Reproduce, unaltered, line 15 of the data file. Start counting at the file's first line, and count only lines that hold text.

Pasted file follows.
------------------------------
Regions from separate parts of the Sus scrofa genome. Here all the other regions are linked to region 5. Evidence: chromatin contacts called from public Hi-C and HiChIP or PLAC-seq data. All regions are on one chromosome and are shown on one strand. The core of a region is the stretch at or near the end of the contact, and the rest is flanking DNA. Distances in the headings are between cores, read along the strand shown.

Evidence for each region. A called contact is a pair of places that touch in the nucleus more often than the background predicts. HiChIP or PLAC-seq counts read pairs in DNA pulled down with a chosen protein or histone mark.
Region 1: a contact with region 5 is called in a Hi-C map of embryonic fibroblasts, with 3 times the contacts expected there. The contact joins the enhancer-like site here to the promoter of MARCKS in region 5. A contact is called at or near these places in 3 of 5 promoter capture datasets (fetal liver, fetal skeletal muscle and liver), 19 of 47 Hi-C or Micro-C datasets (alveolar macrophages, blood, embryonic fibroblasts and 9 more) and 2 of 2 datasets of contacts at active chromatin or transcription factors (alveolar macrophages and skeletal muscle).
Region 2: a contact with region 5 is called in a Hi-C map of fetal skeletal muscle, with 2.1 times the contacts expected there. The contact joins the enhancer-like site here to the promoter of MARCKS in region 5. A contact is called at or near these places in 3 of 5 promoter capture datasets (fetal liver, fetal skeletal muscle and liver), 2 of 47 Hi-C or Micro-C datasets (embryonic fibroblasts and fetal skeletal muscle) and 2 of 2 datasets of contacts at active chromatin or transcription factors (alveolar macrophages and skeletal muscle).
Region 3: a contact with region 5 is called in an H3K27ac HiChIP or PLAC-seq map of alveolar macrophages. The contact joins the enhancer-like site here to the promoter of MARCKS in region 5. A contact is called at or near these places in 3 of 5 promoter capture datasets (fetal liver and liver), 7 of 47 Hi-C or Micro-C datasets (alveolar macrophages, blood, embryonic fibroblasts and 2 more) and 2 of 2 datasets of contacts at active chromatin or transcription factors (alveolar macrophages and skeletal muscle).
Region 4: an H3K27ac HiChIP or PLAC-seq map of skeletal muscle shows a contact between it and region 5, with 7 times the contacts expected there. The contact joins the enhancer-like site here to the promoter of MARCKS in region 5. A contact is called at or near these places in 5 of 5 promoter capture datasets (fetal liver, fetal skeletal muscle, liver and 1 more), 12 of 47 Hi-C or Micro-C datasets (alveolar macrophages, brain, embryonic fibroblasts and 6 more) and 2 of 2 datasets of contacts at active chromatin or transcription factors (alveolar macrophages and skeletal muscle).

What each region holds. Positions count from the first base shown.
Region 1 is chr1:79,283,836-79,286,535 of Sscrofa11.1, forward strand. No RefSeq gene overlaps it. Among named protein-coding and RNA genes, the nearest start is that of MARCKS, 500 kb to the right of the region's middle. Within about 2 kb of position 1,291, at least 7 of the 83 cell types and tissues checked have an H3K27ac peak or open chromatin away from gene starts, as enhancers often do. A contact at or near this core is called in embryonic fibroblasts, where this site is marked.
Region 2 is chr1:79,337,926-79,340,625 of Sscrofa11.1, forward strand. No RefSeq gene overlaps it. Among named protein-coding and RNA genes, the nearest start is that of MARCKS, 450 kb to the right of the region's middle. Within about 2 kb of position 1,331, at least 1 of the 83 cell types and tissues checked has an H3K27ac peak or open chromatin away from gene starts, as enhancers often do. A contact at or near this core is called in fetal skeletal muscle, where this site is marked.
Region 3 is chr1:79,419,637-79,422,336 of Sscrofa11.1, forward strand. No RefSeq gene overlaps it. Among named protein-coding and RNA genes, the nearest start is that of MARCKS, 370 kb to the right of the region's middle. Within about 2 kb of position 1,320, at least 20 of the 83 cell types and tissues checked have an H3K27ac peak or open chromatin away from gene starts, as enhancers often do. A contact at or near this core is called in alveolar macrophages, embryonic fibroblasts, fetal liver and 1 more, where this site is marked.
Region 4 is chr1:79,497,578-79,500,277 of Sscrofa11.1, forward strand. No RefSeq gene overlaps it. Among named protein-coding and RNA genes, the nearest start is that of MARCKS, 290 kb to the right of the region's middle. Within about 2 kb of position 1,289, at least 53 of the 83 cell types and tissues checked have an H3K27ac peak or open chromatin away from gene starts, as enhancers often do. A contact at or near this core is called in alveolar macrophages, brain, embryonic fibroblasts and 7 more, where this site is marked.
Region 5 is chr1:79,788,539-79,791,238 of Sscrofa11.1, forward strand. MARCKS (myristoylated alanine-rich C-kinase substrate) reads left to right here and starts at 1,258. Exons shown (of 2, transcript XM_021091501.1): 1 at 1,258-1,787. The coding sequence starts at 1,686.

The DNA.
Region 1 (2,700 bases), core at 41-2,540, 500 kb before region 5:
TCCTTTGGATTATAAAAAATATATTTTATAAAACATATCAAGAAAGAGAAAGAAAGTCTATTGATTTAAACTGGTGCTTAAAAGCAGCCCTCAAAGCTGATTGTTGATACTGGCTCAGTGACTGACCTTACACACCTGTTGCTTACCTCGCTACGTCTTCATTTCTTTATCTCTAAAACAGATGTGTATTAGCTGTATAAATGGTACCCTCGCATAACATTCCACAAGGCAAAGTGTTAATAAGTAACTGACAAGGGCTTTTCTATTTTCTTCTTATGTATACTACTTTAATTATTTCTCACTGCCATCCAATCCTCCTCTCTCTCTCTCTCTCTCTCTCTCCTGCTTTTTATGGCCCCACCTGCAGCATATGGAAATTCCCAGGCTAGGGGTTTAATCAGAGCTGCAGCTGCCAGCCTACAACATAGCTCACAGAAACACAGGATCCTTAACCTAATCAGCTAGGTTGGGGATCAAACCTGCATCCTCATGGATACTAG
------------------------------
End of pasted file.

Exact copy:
TCCTTTGGATTATAAAAAATATATTTTATAAAACATATCAAGAAAGAGAAAGAAAGTCTATTGATTTAAACTGGTGCTTAAAAGCAGCCCTCAAAGCTGATTGTTGATACTGGCTCAGTGACTGACCTTACACACCTGTTGCTTACCTCGCTACGTCTTCATTTCTTTATCTCTAAAACAGATGTGTATTAGCTGTATAAATGGTACCCTCGCATAACATTCCACAAGGCAAAGTGTTAATAAGTAACTGACAAGGGCTTTTCTATTTTCTTCTTATGTATACTACTTTAATTATTTCTCACTGCCATCCAATCCTCCTCTCTCTCTCTCTCTCTCTCTCTCCTGCTTTTTATGGCCCCACCTGCAGCATATGGAAATTCCCAGGCTAGGGGTTTAATCAGAGCTGCAGCTGCCAGCCTACAACATAGCTCACAGAAACACAGGATCCTTAACCTAATCAGCTAGGTTGGGGATCAAACCTGCATCCTCATGGATACTAG